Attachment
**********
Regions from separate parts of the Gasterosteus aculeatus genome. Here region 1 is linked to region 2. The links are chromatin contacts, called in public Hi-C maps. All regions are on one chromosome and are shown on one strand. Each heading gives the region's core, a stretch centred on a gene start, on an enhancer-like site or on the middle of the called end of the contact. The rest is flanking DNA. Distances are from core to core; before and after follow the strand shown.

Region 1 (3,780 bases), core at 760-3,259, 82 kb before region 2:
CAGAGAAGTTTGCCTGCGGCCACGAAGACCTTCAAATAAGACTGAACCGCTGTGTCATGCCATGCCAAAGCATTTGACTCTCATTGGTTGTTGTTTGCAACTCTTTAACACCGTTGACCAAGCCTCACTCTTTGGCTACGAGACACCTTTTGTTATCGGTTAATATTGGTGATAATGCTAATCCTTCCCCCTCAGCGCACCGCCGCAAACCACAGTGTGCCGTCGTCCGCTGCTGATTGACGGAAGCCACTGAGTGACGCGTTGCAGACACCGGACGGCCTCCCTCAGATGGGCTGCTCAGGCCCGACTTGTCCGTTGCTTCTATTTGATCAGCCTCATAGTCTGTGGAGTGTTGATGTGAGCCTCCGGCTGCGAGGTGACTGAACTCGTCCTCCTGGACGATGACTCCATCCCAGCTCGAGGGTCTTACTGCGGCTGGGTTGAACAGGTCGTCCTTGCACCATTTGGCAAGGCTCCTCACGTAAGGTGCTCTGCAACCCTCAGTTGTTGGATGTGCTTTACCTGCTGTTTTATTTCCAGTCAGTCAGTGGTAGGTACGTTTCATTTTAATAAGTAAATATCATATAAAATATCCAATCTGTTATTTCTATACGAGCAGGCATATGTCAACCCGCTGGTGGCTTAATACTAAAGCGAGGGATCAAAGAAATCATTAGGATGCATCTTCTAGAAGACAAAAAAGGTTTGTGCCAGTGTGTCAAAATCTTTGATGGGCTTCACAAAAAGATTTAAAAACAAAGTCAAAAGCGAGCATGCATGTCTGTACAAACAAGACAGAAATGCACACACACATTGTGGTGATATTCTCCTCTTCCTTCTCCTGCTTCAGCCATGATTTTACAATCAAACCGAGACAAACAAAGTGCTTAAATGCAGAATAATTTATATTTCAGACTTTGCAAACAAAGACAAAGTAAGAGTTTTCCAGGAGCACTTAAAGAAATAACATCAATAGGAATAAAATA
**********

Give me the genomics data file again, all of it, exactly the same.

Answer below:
Regions from separate parts of the Gasterosteus aculeatus genome. Here region 1 is linked to region 2. The links are chromatin contacts, called in public Hi-C maps. All regions are on one chromosome and are shown on one strand. Each heading gives the region's core, a stretch centred on a gene start, on an enhancer-like site or on the middle of the called end of the contact. The rest is flanking DNA. Distances are from core to core; before and after follow the strand shown.

Region 1 (3,780 bases), core at 760-3,259, 82 kb before region 2:
CAGAGAAGTTTGCCTGCGGCCACGAAGACCTTCAAATAAGACTGAACCGCTGTGTCATGCCATGCCAAAGCATTTGACTCTCATTGGTTGTTGTTTGCAACTCTTTAACACCGTTGACCAAGCCTCACTCTTTGGCTACGAGACACCTTTTGTTATCGGTTAATATTGGTGATAATGCTAATCCTTCCCCCTCAGCGCACCGCCGCAAACCACAGTGTGCCGTCGTCCGCTGCTGATTGACGGAAGCCACTGAGTGACGCGTTGCAGACACCGGACGGCCTCCCTCAGATGGGCTGCTCAGGCCCGACTTGTCCGTTGCTTCTATTTGATCAGCCTCATAGTCTGTGGAGTGTTGATGTGAGCCTCCGGCTGCGAGGTGACTGAACTCGTCCTCCTGGACGATGACTCCATCCCAGCTCGAGGGTCTTACTGCGGCTGGGTTGAACAGGTCGTCCTTGCACCATTTGGCAAGGCTCCTCACGTAAGGTGCTCTGCAACCCTCAGTTGTTGGATGTGCTTTACCTGCTGTTTTATTTCCAGTCAGTCAGTGGTAGGTACGTTTCATTTTAATAAGTAAATATCATATAAAATATCCAATCTGTTATTTCTATACGAGCAGGCATATGTCAACCCGCTGGTGGCTTAATACTAAAGCGAGGGATCAAAGAAATCATTAGGATGCATCTTCTAGAAGACAAAAAAGGTTTGTGCCAGTGTGTCAAAATCTTTGATGGGCTTCACAAAAAGATTTAAAAACAAAGTCAAAAGCGAGCATGCATGTCTGTACAAACAAGACAGAAATGCACACACACATTGTGGTGATATTCTCCTCTTCCTTCTCCTGCTTCAGCCATGATTTTACAATCAAACCGAGACAAACAAAGTGCTTAAATGCAGAATAATTTATATTTCAGACTTTGCAAACAAAGACAAAGTAAGAGTTTTCCAGGAGCACTTAAAGAAATAACATCAATAGGAATAAAATA